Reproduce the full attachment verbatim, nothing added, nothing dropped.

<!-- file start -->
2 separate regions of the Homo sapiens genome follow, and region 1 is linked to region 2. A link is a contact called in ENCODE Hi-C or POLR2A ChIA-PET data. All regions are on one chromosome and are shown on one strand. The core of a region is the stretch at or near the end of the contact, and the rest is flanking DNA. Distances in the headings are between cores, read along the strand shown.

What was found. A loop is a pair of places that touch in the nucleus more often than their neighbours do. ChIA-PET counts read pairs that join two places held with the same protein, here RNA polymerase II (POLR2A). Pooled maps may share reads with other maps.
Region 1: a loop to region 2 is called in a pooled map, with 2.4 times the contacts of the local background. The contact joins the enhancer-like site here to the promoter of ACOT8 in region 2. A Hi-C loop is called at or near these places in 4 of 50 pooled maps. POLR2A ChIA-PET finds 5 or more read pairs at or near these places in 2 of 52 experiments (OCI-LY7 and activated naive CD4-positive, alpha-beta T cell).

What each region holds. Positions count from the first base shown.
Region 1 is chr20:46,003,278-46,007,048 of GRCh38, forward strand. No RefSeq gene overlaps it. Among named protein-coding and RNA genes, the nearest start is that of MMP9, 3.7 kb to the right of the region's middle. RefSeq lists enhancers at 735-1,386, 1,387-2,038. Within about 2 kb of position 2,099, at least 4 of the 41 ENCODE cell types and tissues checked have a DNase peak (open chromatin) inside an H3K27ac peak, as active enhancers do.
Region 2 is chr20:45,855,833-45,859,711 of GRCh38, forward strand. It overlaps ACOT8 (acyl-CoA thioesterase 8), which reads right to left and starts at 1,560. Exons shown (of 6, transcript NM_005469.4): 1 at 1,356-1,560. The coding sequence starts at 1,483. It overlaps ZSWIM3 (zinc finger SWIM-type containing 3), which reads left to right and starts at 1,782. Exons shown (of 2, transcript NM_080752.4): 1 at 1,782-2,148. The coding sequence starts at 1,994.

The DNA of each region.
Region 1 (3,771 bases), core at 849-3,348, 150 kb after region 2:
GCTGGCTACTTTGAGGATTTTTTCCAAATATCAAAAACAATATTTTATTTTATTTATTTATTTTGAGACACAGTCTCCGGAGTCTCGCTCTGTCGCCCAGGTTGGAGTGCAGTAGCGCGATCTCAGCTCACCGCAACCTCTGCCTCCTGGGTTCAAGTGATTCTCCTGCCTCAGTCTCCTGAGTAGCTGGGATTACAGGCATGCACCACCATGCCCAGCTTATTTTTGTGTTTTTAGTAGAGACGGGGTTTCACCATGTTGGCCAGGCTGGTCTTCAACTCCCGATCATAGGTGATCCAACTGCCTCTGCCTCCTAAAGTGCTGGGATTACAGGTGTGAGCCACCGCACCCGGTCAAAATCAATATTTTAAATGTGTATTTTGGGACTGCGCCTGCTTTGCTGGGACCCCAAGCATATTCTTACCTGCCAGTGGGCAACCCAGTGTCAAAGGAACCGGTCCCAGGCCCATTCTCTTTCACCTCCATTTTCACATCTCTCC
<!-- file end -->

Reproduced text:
2 separate regions of the Homo sapiens genome follow, and region 1 is linked to region 2. A link is a contact called in ENCODE Hi-C or POLR2A ChIA-PET data. All regions are on one chromosome and are shown on one strand. The core of a region is the stretch at or near the end of the contact, and the rest is flanking DNA. Distances in the headings are between cores, read along the strand shown.

What was found. A loop is a pair of places that touch in the nucleus more often than their neighbours do. ChIA-PET counts read pairs that join two places held with the same protein, here RNA polymerase II (POLR2A). Pooled maps may share reads with other maps.
Region 1: a loop to region 2 is called in a pooled map, with 2.4 times the contacts of the local background. The contact joins the enhancer-like site here to the promoter of ACOT8 in region 2. A Hi-C loop is called at or near these places in 4 of 50 pooled maps. POLR2A ChIA-PET finds 5 or more read pairs at or near these places in 2 of 52 experiments (OCI-LY7 and activated naive CD4-positive, alpha-beta T cell).

What each region holds. Positions count from the first base shown.
Region 1 is chr20:46,003,278-46,007,048 of GRCh38, forward strand. No RefSeq gene overlaps it. Among named protein-coding and RNA genes, the nearest start is that of MMP9, 3.7 kb to the right of the region's middle. RefSeq lists enhancers at 735-1,386, 1,387-2,038. Within about 2 kb of position 2,099, at least 4 of the 41 ENCODE cell types and tissues checked have a DNase peak (open chromatin) inside an H3K27ac peak, as active enhancers do.
Region 2 is chr20:45,855,833-45,859,711 of GRCh38, forward strand. It overlaps ACOT8 (acyl-CoA thioesterase 8), which reads right to left and starts at 1,560. Exons shown (of 6, transcript NM_005469.4): 1 at 1,356-1,560. The coding sequence starts at 1,483. It overlaps ZSWIM3 (zinc finger SWIM-type containing 3), which reads left to right and starts at 1,782. Exons shown (of 2, transcript NM_080752.4): 1 at 1,782-2,148. The coding sequence starts at 1,994.

The DNA of each region.
Region 1 (3,771 bases), core at 849-3,348, 150 kb after region 2:
GCTGGCTACTTTGAGGATTTTTTCCAAATATCAAAAACAATATTTTATTTTATTTATTTATTTTGAGACACAGTCTCCGGAGTCTCGCTCTGTCGCCCAGGTTGGAGTGCAGTAGCGCGATCTCAGCTCACCGCAACCTCTGCCTCCTGGGTTCAAGTGATTCTCCTGCCTCAGTCTCCTGAGTAGCTGGGATTACAGGCATGCACCACCATGCCCAGCTTATTTTTGTGTTTTTAGTAGAGACGGGGTTTCACCATGTTGGCCAGGCTGGTCTTCAACTCCCGATCATAGGTGATCCAACTGCCTCTGCCTCCTAAAGTGCTGGGATTACAGGTGTGAGCCACCGCACCCGGTCAAAATCAATATTTTAAATGTGTATTTTGGGACTGCGCCTGCTTTGCTGGGACCCCAAGCATATTCTTACCTGCCAGTGGGCAACCCAGTGTCAAAGGAACCGGTCCCAGGCCCATTCTCTTTCACCTCCATTTTCACATCTCTCC